Investors Are Still Underestimating GM and Ford

Last week, Ford Motor (NYSE: F) announced another round of cuts to its salaried workforce. Ford is eliminating 7,000 positions -- about 10% of its white-collar workers -- through layoffs and voluntary buyouts, including 900 layoffs implemented in the past few days.

Ford's white-collar layoffs follow close on the heels of a similar program at crosstown rival General Motors (NYSE: GM). Through these job cuts and other initiatives, both automakers expect to generate billions of dollars of annual savings over the next few years.

Nevertheless, GM shares trade for barely more than five times the company's projected 2019 earnings. Ford stock is only slightly pricier at seven times forward earnings. Clearly, investors fear that cyclical factors and secular threats like the rise of ridesharing, electric vehicles, and autonomous vehicles will undermine profit growth efforts at both companies. However, GM and Ford are well positioned to surpass investors' expectations.

Restructuring to become more efficient

General Motors has been working to become leaner for several years. Its most recent cost-cutting initiative was unveiled last fall. GM decided to shutter five plants in North America by the end of 2019, impacting about 6,300 workers. (Many of those employees are transferring to other facilities.) It also cut 15% of its North American salaried workforce, or 8,100 positions.

A Chevy Cruze parked in front of a building

GM is closing a few factories this year in conjunction with discontinuing some models. Image source: General Motors.

Ford has been able to avoid mass layoffs for factory workers in North America by finding new products to replace those it is discontinuing. However, it is following its rival by making big cuts to its white-collar workforce. And in international markets, Ford is well behind the General in terms of addressing recent profitability challenges. The company expects to incur the bulk of an estimated $11 billion in restructuring-related special charges outside the U.S.

These cost-cutting programs are not like the moves made a decade ago as auto demand plunged. Back then, staying alive was the priority, so GM and Ford didn't spare R&D spending and other critical investments from cutbacks. Today, the auto giants may not be making as much money as they would like, but both are solidly profitable. Thus, they are acting from a position of strength.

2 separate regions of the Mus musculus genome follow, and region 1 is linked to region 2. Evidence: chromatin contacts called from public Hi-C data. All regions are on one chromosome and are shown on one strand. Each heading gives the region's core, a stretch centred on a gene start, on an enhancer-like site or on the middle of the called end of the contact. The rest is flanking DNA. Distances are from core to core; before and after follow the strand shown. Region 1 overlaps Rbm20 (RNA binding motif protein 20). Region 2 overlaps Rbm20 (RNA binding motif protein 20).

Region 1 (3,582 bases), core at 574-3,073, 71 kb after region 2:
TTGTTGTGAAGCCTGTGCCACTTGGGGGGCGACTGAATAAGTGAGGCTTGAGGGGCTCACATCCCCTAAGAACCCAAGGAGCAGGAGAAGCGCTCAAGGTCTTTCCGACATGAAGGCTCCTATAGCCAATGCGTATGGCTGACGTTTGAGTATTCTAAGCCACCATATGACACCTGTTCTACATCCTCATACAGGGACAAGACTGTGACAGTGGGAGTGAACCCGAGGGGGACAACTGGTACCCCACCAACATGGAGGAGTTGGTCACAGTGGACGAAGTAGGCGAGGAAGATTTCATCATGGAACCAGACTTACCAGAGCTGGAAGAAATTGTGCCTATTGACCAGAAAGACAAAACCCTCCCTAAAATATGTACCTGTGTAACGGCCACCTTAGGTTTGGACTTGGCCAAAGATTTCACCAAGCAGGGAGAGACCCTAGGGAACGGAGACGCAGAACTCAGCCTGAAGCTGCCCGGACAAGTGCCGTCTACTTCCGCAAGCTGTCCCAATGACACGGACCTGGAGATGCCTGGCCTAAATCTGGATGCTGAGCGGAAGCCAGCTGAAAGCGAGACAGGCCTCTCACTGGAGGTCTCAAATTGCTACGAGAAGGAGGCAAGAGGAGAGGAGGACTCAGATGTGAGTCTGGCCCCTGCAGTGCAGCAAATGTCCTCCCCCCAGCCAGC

Both companies highlighted that they made disproportionate cuts at more senior levels. The goal is to speed decision making by eliminating unnecessary layers of bureaucracy. In other words, the current cost cuts should make GM and Ford stronger in the future -- not weaker.

New products in North America will boost profitability

Bears believe that cost savings at GM and Ford won't drop to the bottom line. A cyclical decline in U.S. auto sales, weak demand in foreign markets, and tariff-related cost pressures are all potential headwinds that could weigh on profitability.

However, both automakers are in the midst of major upgrades to their vehicle lineups in North America, where they still generate the majority of their revenue and virtually all of their profit. With lots of fresh products in the most popular market segments, GM and Ford should be able to make more money in North America even with flat or modestly declining sales.

A white Ford Ranger parked next to a cliff

New products will help boost earnings at GM and Ford. Image source: Ford Motor Company.

On the new-vehicle front, General Motors is introducing two new Cadillac luxury models this year, led by the XT6 full-size crossover. It reintroduced the Chevy Blazer at the very end of 2018. It will also relaunch the Chevy Trailblazer nameplate for the 2020 model year to replace the Chevy Trax subcompact crossover. Meanwhile, GM is still fairly early in the process of launching a new generation of its lucrative full-size trucks and SUVs.

If anything, Ford has even more ambitious plans. It recently reintroduced the Ranger midsize pickup in North America, and two new off-road SUVs (the Bronco and another untitled entry) are coming within about a year. It has been steadily revamping the Lincoln product lineup with new crossover models. And all-new versions of three of its highest-volume models -- the F-150, Escape, and Explorer -- are coming for the 2020 model year.

An underappreciated story

Thanks to their aggressive efficiency initiatives and new-product offensives, GM and Ford are well positioned to offset whatever headwinds come their way over the next two to three years.

There will undoubtedly be some setbacks along the way. The ongoing trade war with China could exacerbate recent weakness there that has hurt both automakers. The U.S. economy could slip into recession at some point. And the potential impact of a tariff on auto imports to the U.S. from overseas is hard to judge in advance.

On the other hand, the U.S. just agreed to end tariffs on steel and aluminum imported from Canada and Mexico. That could accelerate recent declines in the prices of both key metals, providing some commodity price relief for U.S. automakers.

Considering how cheap shares of GM and Ford are right now, there seems to be far more upside than downside for investors over the next few years.

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Adam Levine-Weinberg owns shares of Ford and General Motors. The Motley Fool has no position in any of the stocks mentioned. The Motley Fool has a disclosure policy.

The views and opinions expressed herein are the views and opinions of the author and do not necessarily reflect those of Nasdaq, Inc.


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